Goldman Sachs economists may recognize that inflation is easing nationally, but you wouldn’t know it from the prices at the bank’s cafeteria.

The Wall Street giant’s rank and file grumble that, as they schlep into headquarters at 200 West St. in lower Manhattan five days a week, they’re greeted with stratospherically priced breakfast options that include a $7 cup of yogurt.

That’s up from $5 before the bank’s return-to-office mandate last year, according to one sticker-shocked banker. Breakfast sandwiches likewise have jumped to $7 versus $4.50 previously.

“Prices have changed over the years in slow increases but most dramatically in the past few months,” one insider told On The Money.

“The cafeteria has now become a running joke across the firm,” another added. 

For lunch, some kvetch they’ll be forced to blow their bonuses just to cover the jacked-up prices. Poke bowls with protein have jumped to $17 from $14 previously, according to sources.

“It seems counterintuitive – wanting people in the office at their desks but then prices are so high people feel compelled to leave the office to get food,” one hungry banker groused.

A $7 cup of yogurt is up from $5 before the bank’s return-to-office mandate last year.
Paola Morrongiello/NYPost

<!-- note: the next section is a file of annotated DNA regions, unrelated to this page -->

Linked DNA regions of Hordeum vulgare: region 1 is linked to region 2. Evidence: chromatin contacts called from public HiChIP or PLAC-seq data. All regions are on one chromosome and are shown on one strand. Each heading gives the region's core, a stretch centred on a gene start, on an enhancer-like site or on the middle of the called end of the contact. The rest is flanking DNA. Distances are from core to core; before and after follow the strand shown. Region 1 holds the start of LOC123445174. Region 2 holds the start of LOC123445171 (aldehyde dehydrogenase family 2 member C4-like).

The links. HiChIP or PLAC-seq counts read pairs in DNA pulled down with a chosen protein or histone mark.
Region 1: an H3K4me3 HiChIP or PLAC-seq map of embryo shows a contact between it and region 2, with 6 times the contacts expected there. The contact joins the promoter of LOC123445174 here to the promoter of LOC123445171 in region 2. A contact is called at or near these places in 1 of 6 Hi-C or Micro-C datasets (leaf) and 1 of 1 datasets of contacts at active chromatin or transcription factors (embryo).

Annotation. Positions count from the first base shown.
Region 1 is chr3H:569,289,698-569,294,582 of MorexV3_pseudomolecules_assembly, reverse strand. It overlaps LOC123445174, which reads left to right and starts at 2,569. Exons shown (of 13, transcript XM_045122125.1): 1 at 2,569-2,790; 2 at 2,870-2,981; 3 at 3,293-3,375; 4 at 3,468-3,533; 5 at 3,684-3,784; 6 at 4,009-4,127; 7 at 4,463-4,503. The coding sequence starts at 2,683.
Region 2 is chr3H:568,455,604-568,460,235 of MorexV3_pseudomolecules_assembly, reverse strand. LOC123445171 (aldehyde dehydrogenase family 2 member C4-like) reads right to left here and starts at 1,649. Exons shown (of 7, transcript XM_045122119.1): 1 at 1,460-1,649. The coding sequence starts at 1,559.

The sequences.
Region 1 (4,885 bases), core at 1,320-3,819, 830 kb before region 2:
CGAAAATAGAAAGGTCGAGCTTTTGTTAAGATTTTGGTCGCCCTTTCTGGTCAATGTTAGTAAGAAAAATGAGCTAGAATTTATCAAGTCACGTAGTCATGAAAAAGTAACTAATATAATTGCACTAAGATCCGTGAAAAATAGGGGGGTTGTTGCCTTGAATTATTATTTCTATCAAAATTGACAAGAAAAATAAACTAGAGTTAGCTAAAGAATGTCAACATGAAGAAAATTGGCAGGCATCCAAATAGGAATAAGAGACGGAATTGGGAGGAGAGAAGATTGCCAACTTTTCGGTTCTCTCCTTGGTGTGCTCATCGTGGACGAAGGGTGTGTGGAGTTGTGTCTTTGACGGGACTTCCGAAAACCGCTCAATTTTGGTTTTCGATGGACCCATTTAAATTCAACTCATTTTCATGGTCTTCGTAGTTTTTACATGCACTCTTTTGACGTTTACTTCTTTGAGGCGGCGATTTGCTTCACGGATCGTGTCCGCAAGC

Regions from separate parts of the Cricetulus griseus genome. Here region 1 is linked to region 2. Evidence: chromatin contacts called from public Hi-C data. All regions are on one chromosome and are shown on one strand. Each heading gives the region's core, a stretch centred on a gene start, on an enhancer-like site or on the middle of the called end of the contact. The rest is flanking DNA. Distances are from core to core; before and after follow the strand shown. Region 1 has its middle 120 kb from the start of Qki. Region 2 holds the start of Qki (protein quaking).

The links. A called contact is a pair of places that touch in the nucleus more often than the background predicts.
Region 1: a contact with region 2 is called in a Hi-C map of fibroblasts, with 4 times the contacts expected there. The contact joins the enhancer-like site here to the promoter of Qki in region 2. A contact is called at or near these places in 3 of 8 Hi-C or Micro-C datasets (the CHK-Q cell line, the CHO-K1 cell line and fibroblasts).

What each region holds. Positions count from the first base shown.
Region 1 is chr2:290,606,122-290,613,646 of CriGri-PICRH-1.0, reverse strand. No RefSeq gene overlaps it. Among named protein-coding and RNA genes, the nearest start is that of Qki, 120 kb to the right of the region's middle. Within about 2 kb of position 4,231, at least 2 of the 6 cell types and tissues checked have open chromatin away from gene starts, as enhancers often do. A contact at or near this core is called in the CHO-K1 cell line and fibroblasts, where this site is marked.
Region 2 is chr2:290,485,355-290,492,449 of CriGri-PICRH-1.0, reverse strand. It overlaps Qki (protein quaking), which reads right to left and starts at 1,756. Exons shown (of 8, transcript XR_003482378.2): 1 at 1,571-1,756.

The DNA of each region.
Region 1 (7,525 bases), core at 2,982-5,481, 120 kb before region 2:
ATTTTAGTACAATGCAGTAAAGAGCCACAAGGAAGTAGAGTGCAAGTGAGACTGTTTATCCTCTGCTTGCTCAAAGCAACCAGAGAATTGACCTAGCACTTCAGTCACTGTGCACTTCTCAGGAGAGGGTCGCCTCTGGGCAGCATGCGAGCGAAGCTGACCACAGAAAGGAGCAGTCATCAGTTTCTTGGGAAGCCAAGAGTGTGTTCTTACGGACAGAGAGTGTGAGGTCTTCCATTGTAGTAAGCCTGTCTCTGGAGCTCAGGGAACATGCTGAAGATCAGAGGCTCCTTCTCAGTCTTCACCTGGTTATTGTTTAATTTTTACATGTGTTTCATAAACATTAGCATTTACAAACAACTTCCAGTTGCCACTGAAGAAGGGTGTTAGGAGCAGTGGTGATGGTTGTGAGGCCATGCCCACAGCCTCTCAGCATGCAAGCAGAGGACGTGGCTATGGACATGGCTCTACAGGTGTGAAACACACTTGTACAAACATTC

“Now the incentive is to go eat somewhere else.”

Goldman’s headquarters is in Tribeca, which means there are plenty of other lunch options. But sources say the hike and the lengthy lines discourage many from venturing outside. 

“I can get something comparable across the street for closer to $13 or $14,” said one source, who nevertheless adds that the foray is “time-consuming.”  

Some insiders chuckled at the idea that Goldman bankers – who make well above six figures at the entry level – would be sweating the cost of a poke bowl.

Goldman headquarters at 200 West St.
Goldman headquarters at 200 West St.
William Farrington

One employee who spoke on the condition of anonymity said that the cafeteria – in a nod to market-based, supply-and-demand capitalism – would provide discounts to employees who bought food before or after the bank’s peak lunchtime. 

“Even the New York Post is aware of persistent inflation and workplace cafeterias are no exception,” a spokesperson said in a prickly statement. “We will continue to provide competitively priced meals relative to what our employees would pay elsewhere.”  

It’s a far cry from the early days in the pandemic when the bank lured in staff with a promise of free food if they showed up to the office. 

Less than a year ago, Goldman removed the last vestige of pandemic perks: the complimentary “grab and go” coffee station at the building entrance — stocked with cold brew, as well as stashes of French vanilla creamer, almond milk, soy milk and half-and-half — that appeared during the pandemic to encourage attendance. 

Ultimately, the brass determined it didn’t need sweeteners to get people back to the office, sources told The Post. Instead, management believed the threat of getting fired should be more than enough incentive, the sources said. 

Drip coffee is $2.99 for a “crappy cup” and special coffees made by a barista are closer to $5, the source added. 

The fear of getting fired is far from an empty threat – Goldman has already had three rounds of layoffs over the last year. Earlier this week the bank cut 150 managing directors on the heels of firing around 3,200 in January in what staff had dubbed “David’s Demolition Day,” an insider said.